Until then, check out the cities worldwide that have gone reusable on our interactive bag ban map HERE and if you are a business, please stick around on our site and check out all of the ways we can help you go green.

References
Photos

Correction made 8-12-13: It was not the Governor that attempted to pass legislation in 2012 but legislators instead.  Thank you Activist Abby for the correction

3 thoughts on “Will Chicago Become Next City to Implement a Plastic Bag Ban?”

  • Peter Burgess

    There are many initiatives to improve the metrics associated with CSR, sustainability, carbon, and so forth. But in my opinion, the dominance of profits, stock prices and GDP growth in the conversation really goes unchallenged.

    One of the important initiatives is the Triple Bottom Line (TBL), but TBL is only about people, profit and planet and still the metrics have a perspective that it totally organization centric.

    For some time I have advocated for metrics that are about impact on people, place and planet as well as about profit and the organization. This was a step in the right direction. The concept is to get a focus on impact on place as well as profit (for the organization).

    But it has become clear that another dimension of metrics is also needed. It is product. Major corporations that have their name on products often do little more than design the product and market the product and as such they are 'clean and green', but the supply chain that produces the product may be pretty awful in terms of employee wages, workplace conditions, toxic pollution, and so on.

    And the post use part of the product life cycle is another matter again. The major corporation profits from the product, but what happens in the post use phase is of no concern because they can wash their hands of it.

    If product is included in the metrics framework, then the responsible marketing organizations can start to be held to account. The technology to provide 'reviews' on any number of products has already been developed. Now we need to get these reviews to include information about the impact (valudestruction) associated with these products in manufacturing, transportation and post use disposal.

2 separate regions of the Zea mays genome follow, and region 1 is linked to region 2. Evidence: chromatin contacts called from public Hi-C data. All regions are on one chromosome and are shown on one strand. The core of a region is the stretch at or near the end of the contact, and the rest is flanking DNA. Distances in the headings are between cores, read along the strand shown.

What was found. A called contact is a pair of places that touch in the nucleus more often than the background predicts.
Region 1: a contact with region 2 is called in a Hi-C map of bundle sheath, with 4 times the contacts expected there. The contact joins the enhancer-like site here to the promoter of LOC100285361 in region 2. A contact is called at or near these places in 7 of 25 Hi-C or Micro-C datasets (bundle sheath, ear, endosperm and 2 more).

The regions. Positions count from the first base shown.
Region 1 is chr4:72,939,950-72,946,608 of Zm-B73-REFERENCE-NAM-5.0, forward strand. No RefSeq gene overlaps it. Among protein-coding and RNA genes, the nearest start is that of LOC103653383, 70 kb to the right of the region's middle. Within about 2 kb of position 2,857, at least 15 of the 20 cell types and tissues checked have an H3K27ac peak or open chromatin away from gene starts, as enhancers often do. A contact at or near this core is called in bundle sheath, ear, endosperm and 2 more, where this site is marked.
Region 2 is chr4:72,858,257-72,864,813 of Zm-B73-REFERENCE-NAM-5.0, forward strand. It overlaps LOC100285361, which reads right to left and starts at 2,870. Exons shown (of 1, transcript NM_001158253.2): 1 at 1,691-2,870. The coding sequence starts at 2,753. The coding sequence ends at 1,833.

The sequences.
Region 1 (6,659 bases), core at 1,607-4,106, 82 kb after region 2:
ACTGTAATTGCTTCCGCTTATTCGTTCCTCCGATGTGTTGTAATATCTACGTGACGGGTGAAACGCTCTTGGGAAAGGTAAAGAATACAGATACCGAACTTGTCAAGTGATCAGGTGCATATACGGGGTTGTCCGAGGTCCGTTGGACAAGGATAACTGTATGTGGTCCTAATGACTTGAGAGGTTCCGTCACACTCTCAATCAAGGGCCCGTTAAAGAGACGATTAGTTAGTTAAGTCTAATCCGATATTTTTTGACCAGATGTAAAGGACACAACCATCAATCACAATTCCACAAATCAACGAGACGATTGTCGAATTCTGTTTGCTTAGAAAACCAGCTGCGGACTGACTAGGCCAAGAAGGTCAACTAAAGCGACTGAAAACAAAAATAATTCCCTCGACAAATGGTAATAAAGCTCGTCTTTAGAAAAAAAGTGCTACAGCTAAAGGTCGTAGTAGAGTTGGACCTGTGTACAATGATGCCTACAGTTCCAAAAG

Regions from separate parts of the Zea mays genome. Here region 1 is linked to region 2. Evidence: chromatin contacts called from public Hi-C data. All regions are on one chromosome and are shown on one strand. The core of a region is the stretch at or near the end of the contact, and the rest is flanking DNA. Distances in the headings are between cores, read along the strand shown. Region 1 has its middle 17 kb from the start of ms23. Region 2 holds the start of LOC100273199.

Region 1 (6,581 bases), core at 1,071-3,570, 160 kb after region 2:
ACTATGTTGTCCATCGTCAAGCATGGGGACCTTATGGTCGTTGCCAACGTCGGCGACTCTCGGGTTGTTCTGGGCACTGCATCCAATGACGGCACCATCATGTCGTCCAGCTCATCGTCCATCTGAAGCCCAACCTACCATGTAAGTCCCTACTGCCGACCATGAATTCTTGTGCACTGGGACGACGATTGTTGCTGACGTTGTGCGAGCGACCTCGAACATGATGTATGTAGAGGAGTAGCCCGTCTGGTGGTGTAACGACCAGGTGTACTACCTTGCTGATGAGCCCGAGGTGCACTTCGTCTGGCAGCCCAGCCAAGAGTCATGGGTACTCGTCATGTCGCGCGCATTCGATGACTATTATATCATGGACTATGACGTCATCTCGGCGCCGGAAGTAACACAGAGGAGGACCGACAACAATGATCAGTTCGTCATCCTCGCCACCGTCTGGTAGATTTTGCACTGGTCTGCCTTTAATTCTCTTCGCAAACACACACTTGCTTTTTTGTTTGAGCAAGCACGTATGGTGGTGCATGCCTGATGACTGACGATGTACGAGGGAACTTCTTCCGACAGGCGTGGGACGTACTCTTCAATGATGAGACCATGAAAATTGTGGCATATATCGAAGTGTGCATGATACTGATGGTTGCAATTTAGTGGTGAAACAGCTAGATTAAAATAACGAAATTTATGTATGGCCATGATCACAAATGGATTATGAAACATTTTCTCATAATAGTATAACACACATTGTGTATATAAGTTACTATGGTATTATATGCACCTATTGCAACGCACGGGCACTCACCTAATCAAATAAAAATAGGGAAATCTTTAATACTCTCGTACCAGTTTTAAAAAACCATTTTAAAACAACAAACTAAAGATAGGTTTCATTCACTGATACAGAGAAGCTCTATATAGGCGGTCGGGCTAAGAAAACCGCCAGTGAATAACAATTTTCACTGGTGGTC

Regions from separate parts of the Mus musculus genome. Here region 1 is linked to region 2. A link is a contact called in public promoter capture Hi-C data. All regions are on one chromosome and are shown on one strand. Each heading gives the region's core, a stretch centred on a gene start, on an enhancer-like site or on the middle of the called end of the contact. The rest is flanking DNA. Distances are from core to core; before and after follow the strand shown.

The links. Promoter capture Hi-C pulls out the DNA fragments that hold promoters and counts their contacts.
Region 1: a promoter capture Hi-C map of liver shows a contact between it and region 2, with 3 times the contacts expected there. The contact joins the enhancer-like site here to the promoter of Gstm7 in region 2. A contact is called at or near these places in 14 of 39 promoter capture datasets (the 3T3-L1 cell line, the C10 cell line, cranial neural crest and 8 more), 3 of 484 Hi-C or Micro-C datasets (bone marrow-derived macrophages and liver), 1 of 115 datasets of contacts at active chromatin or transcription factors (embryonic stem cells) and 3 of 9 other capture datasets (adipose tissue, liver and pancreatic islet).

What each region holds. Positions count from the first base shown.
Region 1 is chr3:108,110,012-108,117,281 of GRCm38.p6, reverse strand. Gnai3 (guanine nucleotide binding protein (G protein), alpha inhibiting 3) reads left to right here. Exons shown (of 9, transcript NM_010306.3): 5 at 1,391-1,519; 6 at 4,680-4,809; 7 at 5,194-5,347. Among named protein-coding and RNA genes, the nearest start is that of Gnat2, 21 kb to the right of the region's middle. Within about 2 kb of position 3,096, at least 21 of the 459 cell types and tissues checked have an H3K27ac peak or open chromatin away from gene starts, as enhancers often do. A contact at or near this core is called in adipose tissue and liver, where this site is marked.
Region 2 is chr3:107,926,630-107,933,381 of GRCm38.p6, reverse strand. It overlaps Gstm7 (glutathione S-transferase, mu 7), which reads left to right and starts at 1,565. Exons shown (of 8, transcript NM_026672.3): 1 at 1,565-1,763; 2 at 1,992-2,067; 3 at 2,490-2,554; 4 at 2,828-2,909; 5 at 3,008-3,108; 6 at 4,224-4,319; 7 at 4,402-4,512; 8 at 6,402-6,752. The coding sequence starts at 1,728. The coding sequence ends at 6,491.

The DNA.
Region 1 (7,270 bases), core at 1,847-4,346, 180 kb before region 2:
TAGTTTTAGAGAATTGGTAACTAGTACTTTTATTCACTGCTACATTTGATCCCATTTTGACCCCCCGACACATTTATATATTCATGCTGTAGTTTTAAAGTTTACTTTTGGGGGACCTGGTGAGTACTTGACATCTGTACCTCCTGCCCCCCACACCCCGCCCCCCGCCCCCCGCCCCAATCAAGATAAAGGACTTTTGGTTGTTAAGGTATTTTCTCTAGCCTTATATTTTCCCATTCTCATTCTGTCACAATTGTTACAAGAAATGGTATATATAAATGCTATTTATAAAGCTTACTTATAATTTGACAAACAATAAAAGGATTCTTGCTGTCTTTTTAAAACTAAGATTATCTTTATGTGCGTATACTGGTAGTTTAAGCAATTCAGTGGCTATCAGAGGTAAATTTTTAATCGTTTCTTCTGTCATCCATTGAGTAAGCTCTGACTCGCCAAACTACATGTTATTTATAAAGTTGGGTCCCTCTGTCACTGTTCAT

Peter Burgess TrueValueMetrics

    Reply
  • Peter Burgess

    There are many initiatives to improve the metrics associated with CSR, sustainability, carbon, and so forth. But in my opinion, the dominance of profits, stock prices and GDP growth in the conversation really goes unchallenged.

    One of the important initiatives is the Triple Bottom Line (TBL), but TBL is only about people, profit and planet and still the metrics have a perspective that it totally organization centric.

    For some time I have advocated for metrics that are about impact on people, place and planet as well as about profit and the organization. This was a step in the right direction. The concept is to get a focus on impact on place as well as profit (for the organization).

    But it has become clear that another dimension of metrics is also needed. It is product. Major corporations that have their name on products often do little more than design the product and market the product and as such they are 'clean and green', but the supply chain that produces the product may be pretty awful in terms of employee wages, workplace conditions, toxic pollution, and so on.

    And the post use part of the product life cycle is another matter again. The major corporation profits from the product, but what happens in the post use phase is of no concern because they can wash their hands of it.

    If product is included in the metrics framework, then the responsible marketing organizations can start to be held to account. The technology to provide 'reviews' on any number of products has already been developed. Now we need to get these reviews to include information about the impact (valudestruction) associated with these products in manufacturing, transportation and post use disposal.

    Peter Burgess TrueValueMetrics

    Reply
    • admin

      Hi Peter and thanks very much for the very well stated and thoughtful comment. We are working hard to make our supply chain clean and employee centric. It is hard to stick your neck out there and try as many times we worry we will be bashed for not doing enough. We appreciate a collaborative approach to solving these problems that you present. Would be happy to consider a guest post from you on this subject if you would be open to it. - Shane

      Reply

Leave a Reply